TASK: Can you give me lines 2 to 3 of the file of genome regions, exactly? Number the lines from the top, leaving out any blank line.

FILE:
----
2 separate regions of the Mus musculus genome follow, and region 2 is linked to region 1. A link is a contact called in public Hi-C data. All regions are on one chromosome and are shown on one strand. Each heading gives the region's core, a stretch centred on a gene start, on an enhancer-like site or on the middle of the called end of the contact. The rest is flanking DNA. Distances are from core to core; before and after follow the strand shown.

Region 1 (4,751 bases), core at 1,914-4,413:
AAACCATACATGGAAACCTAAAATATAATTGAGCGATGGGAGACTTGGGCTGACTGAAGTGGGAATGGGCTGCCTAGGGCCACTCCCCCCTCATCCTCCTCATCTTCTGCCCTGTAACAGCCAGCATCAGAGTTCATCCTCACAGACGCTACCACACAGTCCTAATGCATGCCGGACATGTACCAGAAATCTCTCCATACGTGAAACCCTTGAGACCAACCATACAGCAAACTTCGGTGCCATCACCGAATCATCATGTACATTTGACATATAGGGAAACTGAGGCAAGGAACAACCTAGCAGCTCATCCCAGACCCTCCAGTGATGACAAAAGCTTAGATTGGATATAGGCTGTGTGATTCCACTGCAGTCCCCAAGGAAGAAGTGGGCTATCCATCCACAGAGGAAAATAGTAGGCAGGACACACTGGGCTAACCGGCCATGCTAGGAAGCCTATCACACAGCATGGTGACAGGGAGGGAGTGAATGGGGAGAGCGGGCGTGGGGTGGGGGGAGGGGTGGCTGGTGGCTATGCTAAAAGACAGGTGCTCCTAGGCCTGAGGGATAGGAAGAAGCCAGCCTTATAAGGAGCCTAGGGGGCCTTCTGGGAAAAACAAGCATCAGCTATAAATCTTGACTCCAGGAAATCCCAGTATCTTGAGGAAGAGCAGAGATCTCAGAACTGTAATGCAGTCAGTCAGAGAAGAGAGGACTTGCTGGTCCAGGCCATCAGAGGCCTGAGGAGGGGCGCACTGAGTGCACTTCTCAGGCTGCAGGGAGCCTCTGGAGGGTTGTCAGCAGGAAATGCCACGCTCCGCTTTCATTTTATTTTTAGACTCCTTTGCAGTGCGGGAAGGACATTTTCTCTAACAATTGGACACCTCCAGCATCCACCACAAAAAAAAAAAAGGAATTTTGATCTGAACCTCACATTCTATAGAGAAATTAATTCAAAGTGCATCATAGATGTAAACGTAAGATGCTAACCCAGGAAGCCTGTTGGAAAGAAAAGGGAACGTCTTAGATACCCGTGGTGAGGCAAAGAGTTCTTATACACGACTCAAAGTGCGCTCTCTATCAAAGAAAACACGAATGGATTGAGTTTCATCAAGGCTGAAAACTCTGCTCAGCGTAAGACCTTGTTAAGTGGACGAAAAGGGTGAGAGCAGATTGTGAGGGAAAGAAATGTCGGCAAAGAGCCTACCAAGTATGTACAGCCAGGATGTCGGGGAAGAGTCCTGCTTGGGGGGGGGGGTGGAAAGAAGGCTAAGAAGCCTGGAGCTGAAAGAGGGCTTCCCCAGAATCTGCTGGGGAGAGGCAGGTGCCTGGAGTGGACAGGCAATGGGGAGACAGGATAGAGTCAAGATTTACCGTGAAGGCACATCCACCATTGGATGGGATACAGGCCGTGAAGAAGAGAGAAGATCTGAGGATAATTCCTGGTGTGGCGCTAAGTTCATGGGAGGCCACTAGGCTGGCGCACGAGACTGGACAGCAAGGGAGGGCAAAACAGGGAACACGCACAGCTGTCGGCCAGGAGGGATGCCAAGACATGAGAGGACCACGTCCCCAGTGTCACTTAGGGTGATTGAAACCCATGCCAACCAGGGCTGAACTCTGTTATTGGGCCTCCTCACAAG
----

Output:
Region 1 (4,751 bases), core at 1,914-4,413:
AAACCATACATGGAAACCTAAAATATAATTGAGCGATGGGAGACTTGGGCTGACTGAAGTGGGAATGGGCTGCCTAGGGCCACTCCCCCCTCATCCTCCTCATCTTCTGCCCTGTAACAGCCAGCATCAGAGTTCATCCTCACAGACGCTACCACACAGTCCTAATGCATGCCGGACATGTACCAGAAATCTCTCCATACGTGAAACCCTTGAGACCAACCATACAGCAAACTTCGGTGCCATCACCGAATCATCATGTACATTTGACATATAGGGAAACTGAGGCAAGGAACAACCTAGCAGCTCATCCCAGACCCTCCAGTGATGACAAAAGCTTAGATTGGATATAGGCTGTGTGATTCCACTGCAGTCCCCAAGGAAGAAGTGGGCTATCCATCCACAGAGGAAAATAGTAGGCAGGACACACTGGGCTAACCGGCCATGCTAGGAAGCCTATCACACAGCATGGTGACAGGGAGGGAGTGAATGGGGAGAGCGGGCGTGGGGTGGGGGGAGGGGTGGCTGGTGGCTATGCTAAAAGACAGGTGCTCCTAGGCCTGAGGGATAGGAAGAAGCCAGCCTTATAAGGAGCCTAGGGGGCCTTCTGGGAAAAACAAGCATCAGCTATAAATCTTGACTCCAGGAAATCCCAGTATCTTGAGGAAGAGCAGAGATCTCAGAACTGTAATGCAGTCAGTCAGAGAAGAGAGGACTTGCTGGTCCAGGCCATCAGAGGCCTGAGGAGGGGCGCACTGAGTGCACTTCTCAGGCTGCAGGGAGCCTCTGGAGGGTTGTCAGCAGGAAATGCCACGCTCCGCTTTCATTTTATTTTTAGACTCCTTTGCAGTGCGGGAAGGACATTTTCTCTAACAATTGGACACCTCCAGCATCCACCACAAAAAAAAAAAAGGAATTTTGATCTGAACCTCACATTCTATAGAGAAATTAATTCAAAGTGCATCATAGATGTAAACGTAAGATGCTAACCCAGGAAGCCTGTTGGAAAGAAAAGGGAACGTCTTAGATACCCGTGGTGAGGCAAAGAGTTCTTATACACGACTCAAAGTGCGCTCTCTATCAAAGAAAACACGAATGGATTGAGTTTCATCAAGGCTGAAAACTCTGCTCAGCGTAAGACCTTGTTAAGTGGACGAAAAGGGTGAGAGCAGATTGTGAGGGAAAGAAATGTCGGCAAAGAGCCTACCAAGTATGTACAGCCAGGATGTCGGGGAAGAGTCCTGCTTGGGGGGGGGGGTGGAAAGAAGGCTAAGAAGCCTGGAGCTGAAAGAGGGCTTCCCCAGAATCTGCTGGGGAGAGGCAGGTGCCTGGAGTGGACAGGCAATGGGGAGACAGGATAGAGTCAAGATTTACCGTGAAGGCACATCCACCATTGGATGGGATACAGGCCGTGAAGAAGAGAGAAGATCTGAGGATAATTCCTGGTGTGGCGCTAAGTTCATGGGAGGCCACTAGGCTGGCGCACGAGACTGGACAGCAAGGGAGGGCAAAACAGGGAACACGCACAGCTGTCGGCCAGGAGGGATGCCAAGACATGAGAGGACCACGTCCCCAGTGTCACTTAGGGTGATTGAAACCCATGCCAACCAGGGCTGAACTCTGTTATTGGGCCTCCTCACAAG